The Rise & Fall of Classical Legal Thought

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Beard Books, 2006 - 273페이지
Legal historian G. Edward White recently described it as the "most widely circulated and cited unpublished manuscript in twentieth-century American legal scholarship since Hart & Sacks' Legal Process materials." It began the re-evaluation of law in the Gilded Age, and gave it its current name of Classical Legal Thought. It was also one of the first and most influential of the works that introduced European critical theory and structuralism into the study of American law. This reprint comes with a substantial new Introduction that puts the work in context and relates it to current scholarship in the field. It should interest historians generally as well as readers curious about how our legal system got its special modern character --

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Legal Consciousness
1
PreClassical Public Law
31
PreClassical Private Law Property
93
PreClassical Private Law The Transformation of Contract
157
The Integration of Classical Legal Thought
242
BIBLIOGRAPHY
265
INDEX OF CASES AND NAMES
271
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59 페이지 - To lay with one hand the power of the government on the property of the citizen, and with the other to bestow it upon favored individuals to aid private enterprises and build up private fortunes, is none the less a robbery because it is done under the forms of law and is called taxation.
10 페이지 - Under that provision no State can deprive any person of life, liberty or property without due process of law. The right to purchase or to sell labor is part of the liberty protected by this amendment, unless there are circumstances which exclude the right.
14 페이지 - Statutes of the nature of that under review, limiting the hours in which grown and intelligent men may labor to earn their living, are mere meddlesome interferences with the rights of the individual...
34 페이지 - The general government, and the States, although both exist within the same territorial limits, are separate and distinct sovereignties, acting separately and independently of each other, within their respective spheres. The former in its appropriate sphere is supreme; but the States within the limits of their powers not granted, or, in the language of the Tenth Amendment, "reserved," are as independent of the general government as that government within its sphere is independent of the States.
64 페이지 - We feel no hesitation in confining these expressions to those privileges and immunities which are, in their nature, fundamental; which belong, of right, to the citizens of all free governments; and which have, at all times, been enjoyed by the citizens of the several states which compose this Union, from the time of their becoming free, independent, and sovereign.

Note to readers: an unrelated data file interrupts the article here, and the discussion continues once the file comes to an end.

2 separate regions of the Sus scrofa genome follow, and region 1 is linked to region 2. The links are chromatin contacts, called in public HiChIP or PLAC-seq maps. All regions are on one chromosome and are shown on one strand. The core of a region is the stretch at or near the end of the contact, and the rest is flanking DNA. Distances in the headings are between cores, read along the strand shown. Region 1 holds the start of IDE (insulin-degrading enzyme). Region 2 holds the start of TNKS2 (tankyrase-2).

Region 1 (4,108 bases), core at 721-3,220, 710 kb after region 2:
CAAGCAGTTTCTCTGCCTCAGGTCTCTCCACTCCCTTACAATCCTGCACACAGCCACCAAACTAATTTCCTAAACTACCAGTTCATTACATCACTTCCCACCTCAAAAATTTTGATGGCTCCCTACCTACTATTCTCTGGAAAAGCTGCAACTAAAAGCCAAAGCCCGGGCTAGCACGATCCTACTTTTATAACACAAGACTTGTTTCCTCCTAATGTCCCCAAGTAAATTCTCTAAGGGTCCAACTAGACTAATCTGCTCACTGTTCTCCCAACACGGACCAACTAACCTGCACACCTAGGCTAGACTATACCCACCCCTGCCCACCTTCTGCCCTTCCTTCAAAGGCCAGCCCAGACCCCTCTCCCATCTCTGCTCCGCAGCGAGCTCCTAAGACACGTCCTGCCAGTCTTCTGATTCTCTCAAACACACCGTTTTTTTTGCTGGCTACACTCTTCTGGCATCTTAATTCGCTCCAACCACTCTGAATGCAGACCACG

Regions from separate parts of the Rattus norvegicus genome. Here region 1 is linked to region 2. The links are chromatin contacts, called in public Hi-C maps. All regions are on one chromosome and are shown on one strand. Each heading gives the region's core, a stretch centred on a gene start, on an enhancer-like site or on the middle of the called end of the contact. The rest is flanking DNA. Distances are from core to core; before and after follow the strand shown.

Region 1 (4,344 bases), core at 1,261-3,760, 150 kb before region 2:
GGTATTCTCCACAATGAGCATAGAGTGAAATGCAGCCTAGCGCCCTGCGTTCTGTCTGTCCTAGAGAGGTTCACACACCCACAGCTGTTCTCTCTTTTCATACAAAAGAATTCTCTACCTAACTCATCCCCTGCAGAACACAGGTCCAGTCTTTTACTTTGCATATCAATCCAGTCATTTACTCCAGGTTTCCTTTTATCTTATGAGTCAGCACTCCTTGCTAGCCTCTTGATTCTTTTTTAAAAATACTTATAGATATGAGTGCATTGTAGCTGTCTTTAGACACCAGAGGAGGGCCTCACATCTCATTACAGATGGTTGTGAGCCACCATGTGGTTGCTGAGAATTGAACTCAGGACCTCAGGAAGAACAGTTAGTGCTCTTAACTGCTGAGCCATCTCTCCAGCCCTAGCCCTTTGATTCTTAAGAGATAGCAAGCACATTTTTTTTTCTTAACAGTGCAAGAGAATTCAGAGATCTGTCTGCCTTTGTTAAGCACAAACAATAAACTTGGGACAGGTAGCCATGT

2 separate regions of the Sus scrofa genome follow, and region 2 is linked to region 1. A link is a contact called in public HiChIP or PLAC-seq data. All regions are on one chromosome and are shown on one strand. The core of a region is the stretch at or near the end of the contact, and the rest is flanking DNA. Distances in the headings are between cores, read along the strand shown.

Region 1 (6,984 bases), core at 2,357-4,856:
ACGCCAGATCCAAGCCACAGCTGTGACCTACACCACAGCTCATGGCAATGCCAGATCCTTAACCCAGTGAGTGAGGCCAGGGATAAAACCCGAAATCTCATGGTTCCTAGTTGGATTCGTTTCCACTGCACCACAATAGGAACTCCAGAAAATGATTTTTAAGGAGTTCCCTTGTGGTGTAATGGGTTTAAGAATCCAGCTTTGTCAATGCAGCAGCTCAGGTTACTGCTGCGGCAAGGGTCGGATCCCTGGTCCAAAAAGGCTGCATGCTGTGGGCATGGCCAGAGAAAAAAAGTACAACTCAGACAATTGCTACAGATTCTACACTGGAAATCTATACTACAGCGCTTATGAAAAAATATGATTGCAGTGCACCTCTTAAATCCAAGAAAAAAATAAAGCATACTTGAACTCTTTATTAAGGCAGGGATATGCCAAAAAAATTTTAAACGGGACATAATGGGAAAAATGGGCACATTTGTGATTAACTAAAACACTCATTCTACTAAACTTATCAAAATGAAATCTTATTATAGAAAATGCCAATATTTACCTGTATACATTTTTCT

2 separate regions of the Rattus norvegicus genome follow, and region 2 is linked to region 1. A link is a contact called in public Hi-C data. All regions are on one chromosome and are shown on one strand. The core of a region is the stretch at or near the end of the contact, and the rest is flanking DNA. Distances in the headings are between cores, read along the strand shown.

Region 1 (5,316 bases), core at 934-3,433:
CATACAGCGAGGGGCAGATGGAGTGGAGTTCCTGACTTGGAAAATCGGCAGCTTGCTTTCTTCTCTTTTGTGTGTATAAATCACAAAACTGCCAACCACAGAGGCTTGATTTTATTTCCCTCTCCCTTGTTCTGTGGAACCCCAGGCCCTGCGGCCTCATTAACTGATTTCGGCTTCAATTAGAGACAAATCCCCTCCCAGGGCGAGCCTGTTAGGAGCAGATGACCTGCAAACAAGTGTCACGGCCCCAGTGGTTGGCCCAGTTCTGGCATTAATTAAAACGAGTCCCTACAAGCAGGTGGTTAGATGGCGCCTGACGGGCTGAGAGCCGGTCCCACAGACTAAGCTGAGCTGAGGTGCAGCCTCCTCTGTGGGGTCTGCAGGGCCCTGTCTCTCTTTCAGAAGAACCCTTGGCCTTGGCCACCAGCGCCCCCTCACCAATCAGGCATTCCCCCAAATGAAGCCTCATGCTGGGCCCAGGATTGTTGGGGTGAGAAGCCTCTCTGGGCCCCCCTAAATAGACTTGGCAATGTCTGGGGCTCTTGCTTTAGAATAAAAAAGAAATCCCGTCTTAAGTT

64 페이지 - What these fundamental principles are, it would perhaps be more tedious than difficult to enumerate. They may, however, be all comprehended under the following general heads : protection by the government; the enjoyment of life and liberty, with the right to acquire and possess property of every kind, and to pursue and obtain happiness and safety ; subject nevertheless to such restraints as the government may justly prescribe for the general good of the whole.
53 페이지 - It must be conceded that there are such rights in every free government beyond the control of the State. A government which recognized no such rights, which held the lives, the liberty, and the property of its citizens subject at all times to the absolute disposition and unlimited control of even the most democratic depository of power, is after all but a despotism.
11 페이지 - Amendment would have no efficacy and the legislatures of the states would have unbounded power, and it would be enough to say that any piece of legislation was enacted to conserve the morals, the health, or the safety of the people; such legislation would be valid, no matter...
160 페이지 - Implied, are such as reason and justice dictate, and which, therefore, the law presumes that every man undertakes to perform.
90 페이지 - We hold these truths to be self-evident, that all men are created equal; that they are endowed by their Creator with certain inalienable rights; that among these are life, liberty and the pursuit of happiness...

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